Customs and Border Protection (CBP) officials said Thursday that biometric screening – particularly facial recognition technology – will “transform the traveler experience” at Orlando International Airport, notorious for long lines at security checkpoints.
Travelers won't be required to show a boarding pass or identification such as a passport to board a flight. Instead, a high-resolution photo taken at the airport that along with travel documents will be compared to photos and information stored in CBP computers, the Orlando Sentinel reported. The process takes two seconds has a 99 percent accuracy rate, the news outlet cited CBP officials as saying.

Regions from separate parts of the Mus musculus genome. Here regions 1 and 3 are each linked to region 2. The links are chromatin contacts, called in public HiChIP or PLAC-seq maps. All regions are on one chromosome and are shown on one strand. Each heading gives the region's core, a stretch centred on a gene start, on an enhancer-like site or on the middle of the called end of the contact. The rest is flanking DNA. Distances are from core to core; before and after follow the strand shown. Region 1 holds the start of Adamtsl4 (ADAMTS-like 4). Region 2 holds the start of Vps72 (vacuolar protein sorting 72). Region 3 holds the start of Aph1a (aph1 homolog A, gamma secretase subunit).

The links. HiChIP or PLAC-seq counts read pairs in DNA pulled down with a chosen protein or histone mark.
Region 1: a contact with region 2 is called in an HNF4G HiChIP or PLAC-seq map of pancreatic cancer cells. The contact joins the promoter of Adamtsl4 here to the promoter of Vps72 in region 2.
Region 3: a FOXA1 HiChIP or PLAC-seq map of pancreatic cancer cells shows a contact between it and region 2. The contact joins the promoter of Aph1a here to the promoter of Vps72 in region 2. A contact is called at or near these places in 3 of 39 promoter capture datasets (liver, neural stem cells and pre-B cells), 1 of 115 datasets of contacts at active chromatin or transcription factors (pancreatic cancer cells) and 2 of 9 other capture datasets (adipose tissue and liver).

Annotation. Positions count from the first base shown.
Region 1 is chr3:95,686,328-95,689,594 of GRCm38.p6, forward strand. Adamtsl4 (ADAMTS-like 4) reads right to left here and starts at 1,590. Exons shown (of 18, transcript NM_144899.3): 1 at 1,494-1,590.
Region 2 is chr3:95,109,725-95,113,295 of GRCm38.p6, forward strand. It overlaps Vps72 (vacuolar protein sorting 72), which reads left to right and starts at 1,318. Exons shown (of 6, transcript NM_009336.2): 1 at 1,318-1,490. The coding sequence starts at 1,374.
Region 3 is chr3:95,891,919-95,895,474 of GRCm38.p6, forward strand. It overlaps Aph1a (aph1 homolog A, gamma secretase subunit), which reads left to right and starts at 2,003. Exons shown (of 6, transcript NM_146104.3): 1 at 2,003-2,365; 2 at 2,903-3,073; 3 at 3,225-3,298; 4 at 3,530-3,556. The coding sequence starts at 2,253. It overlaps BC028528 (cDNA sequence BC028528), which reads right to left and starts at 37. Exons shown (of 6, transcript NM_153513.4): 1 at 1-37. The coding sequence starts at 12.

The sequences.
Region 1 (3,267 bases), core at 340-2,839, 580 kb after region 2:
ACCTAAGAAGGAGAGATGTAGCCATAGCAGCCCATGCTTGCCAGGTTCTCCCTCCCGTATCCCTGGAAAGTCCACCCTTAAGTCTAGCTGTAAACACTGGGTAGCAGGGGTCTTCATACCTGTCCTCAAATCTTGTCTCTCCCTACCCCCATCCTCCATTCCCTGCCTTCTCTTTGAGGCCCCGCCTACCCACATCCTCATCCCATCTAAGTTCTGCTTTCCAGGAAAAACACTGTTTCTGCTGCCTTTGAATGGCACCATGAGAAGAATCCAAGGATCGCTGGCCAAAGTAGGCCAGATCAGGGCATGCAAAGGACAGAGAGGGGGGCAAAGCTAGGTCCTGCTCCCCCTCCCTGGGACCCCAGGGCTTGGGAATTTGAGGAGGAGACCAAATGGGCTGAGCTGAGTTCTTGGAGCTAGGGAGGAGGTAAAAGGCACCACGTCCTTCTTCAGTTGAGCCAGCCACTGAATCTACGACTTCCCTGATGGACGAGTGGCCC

“Physical security will be a driving factor for identity industry growth in the years to come,” said Travis Jarae, CEO of One World Identity. "In particular, checkpoints at airports, stadiums and events that cause long lines can, in and of themselves, become “soft targets” for terror attacks.”